The Mesoamerican Barrier Reef System

The Mesoamerican Reef (MAR) is the second largest coral reef in the world, stretching 1,000 km along the coasts of Mexico, Belize, Guatemala and Honduras. It is home to more than 500 species of fish, 65 species of hard corals, 350 species of mollusks and as many species of crustaceans. It is also home to one of the largest populations of manatees and whale sharks in the world; four species of sea turtles have been sighted: white, loggerhead, hawksbill and leatherback. The great amount of fauna that gathers in the MAR gives us one of the most incredible spectacles. Every year, during certain days, large quantities of fish gather to reproduce. Not only is it a place of great beauty that attracts countless tourists from all over the world for its picturesque beaches and beautiful dive sites, but it also acts as a great filter that detoxifies the water and air.

The Mesoamerican Reef System not only delights us with its beauty, it also provides important environmental services that affect our daily lives. It is a great marine nursery with a very rich genetic library, it protects the land by acting as a barrier when there are strong storms, big waves and especially during hurricane season. It is also a producer of sand and generates a great economic benefit because it is an abundant place where fish inhabit, which affects both fishing and tourism in the area, in addition to promoting human health.

Between 1 and 2 million people depend directly on marine resources for their livelihood. On the Mexican side, in the state of Quintana Roo, four important sites for this great ecosystem have been protected. The success of the protection of these sites has been the involvement of women and men from the fishing communities, who have designed, protected and monitored these sites themselves to determine the state of the site, as they contain commercially valuable marine species, especially lobster, conch, red snapper and grouper. Although activities in the MAR stimulate the economy, they also threaten to destroy the integrity of the ecoregion’s ecological system.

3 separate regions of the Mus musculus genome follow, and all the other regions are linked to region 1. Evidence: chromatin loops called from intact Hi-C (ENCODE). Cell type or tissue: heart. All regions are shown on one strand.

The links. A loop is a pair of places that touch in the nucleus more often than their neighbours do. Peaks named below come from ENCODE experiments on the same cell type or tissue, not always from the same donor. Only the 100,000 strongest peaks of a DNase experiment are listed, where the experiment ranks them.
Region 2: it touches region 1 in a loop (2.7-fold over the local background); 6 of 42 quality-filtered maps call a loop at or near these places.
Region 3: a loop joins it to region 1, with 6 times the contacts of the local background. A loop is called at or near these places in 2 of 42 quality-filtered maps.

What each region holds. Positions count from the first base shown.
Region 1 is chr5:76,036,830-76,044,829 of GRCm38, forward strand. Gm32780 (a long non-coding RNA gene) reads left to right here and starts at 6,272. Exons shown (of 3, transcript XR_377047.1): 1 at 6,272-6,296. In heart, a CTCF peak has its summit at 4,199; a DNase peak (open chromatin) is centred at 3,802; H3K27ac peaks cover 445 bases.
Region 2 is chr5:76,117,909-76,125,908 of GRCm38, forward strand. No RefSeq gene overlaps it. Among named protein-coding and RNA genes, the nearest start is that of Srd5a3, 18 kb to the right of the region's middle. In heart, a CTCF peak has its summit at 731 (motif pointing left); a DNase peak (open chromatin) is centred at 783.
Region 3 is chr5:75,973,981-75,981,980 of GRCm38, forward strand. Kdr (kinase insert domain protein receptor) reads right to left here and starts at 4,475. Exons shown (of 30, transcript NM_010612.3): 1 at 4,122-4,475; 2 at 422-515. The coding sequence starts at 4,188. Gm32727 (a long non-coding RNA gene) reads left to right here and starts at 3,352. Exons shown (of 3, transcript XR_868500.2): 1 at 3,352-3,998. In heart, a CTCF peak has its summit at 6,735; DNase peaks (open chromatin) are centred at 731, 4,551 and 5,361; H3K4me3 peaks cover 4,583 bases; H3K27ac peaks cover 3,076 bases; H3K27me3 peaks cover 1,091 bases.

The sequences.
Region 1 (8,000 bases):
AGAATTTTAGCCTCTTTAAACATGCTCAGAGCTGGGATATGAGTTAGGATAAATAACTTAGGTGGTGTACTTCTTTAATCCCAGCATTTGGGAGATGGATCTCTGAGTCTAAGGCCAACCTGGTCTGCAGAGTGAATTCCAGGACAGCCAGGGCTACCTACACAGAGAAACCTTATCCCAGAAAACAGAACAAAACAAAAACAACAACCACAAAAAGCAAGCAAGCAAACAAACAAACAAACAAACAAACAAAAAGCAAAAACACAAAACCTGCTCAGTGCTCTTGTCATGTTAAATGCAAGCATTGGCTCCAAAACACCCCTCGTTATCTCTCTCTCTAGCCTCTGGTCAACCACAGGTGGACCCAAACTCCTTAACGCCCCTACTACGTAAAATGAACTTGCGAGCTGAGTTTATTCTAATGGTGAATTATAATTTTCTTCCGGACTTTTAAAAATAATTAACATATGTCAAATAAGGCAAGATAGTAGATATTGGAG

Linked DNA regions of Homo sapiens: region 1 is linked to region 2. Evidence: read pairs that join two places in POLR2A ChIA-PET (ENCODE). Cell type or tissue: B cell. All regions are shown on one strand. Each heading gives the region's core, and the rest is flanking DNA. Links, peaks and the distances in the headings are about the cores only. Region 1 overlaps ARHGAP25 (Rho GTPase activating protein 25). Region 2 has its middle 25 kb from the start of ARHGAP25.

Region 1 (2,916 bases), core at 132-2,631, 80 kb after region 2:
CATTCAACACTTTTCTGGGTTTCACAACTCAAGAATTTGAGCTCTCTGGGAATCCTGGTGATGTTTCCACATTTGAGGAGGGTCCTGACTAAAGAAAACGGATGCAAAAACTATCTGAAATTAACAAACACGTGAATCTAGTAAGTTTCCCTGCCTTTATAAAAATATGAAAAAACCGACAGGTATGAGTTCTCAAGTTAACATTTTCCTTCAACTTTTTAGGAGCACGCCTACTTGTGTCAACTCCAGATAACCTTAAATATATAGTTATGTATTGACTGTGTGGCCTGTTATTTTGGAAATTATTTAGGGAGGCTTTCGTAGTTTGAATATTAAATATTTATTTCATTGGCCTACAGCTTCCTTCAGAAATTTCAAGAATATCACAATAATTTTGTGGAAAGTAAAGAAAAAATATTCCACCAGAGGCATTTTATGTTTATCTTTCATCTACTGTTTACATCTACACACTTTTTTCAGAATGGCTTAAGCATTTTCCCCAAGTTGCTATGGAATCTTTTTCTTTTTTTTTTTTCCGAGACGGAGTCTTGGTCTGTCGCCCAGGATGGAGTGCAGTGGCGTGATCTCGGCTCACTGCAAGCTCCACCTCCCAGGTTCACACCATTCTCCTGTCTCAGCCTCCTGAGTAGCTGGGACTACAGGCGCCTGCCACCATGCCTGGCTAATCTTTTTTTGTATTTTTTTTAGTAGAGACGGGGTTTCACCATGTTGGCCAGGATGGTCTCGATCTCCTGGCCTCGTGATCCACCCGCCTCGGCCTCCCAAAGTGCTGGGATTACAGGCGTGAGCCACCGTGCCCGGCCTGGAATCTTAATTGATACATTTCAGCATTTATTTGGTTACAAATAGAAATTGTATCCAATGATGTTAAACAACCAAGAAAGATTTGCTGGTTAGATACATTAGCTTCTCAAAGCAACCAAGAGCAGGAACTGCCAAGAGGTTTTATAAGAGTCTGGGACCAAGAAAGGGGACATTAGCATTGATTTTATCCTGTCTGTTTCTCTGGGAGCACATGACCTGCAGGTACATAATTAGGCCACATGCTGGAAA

It also faces profound threats such as climate change, land-based pollution, unsustainable fishing, boat anchors and the fins of careless divers.

There are several national and international organizations that have joined efforts to conserve and protect this area over the years, such as WWF, MAR Fund, CONABIO, The Nature Conservancy, among others. Currently, there is a brigade of volunteers whose goal is to learn how to repair the coral reefs that protect the coast in the Mexican Caribbean. Coral reefs are dying around the world, especially those near uncontrolled coastal development and polluted areas. About half of the world’s coral reefs have died in the last 30 years, and scientists predict that most will be gone by 2100. As humanity, it is important that we unite and become aware of our actions in order to contribute our “grain of sand” to the preservation of these areas, and to continue to have the privilege of enjoying them, as well as future generations.